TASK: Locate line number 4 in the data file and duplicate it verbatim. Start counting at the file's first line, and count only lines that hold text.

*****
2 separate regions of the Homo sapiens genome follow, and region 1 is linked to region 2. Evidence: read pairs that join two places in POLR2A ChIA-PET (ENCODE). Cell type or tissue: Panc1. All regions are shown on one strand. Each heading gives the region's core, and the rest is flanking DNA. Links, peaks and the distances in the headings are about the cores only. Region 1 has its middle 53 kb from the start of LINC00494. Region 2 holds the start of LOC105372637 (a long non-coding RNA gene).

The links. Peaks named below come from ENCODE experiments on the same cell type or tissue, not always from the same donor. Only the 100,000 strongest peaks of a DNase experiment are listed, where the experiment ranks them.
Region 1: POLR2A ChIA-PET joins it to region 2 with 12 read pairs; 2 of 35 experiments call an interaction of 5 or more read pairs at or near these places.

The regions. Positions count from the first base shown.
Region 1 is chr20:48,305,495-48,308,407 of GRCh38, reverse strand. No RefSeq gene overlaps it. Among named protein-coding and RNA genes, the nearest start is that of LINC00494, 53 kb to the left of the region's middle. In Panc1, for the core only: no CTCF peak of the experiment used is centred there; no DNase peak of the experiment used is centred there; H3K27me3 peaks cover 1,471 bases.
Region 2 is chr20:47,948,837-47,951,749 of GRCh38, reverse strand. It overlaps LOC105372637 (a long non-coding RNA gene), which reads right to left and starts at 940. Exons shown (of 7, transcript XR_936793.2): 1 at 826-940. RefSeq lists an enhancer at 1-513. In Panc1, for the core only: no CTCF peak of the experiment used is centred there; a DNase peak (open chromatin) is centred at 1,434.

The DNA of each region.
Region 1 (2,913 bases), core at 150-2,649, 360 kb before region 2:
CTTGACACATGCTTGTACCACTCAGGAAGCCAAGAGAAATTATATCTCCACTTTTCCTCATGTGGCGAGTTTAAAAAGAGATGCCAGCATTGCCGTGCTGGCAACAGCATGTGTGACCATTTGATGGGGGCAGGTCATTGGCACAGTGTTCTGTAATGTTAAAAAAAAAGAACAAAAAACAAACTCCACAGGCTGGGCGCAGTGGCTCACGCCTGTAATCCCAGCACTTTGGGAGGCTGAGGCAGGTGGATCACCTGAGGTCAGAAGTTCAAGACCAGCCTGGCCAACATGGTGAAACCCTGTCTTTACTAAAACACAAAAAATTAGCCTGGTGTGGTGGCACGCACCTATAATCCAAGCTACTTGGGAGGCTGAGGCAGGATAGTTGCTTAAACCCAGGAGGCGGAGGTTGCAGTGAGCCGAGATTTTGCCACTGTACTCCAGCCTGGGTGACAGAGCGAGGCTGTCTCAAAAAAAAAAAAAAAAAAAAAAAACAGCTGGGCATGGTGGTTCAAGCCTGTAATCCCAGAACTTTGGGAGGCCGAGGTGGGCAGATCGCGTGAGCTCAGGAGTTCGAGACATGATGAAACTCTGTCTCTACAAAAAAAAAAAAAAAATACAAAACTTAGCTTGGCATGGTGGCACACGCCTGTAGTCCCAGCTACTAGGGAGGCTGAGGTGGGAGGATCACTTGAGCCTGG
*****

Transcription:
The regions. Positions count from the first base shown.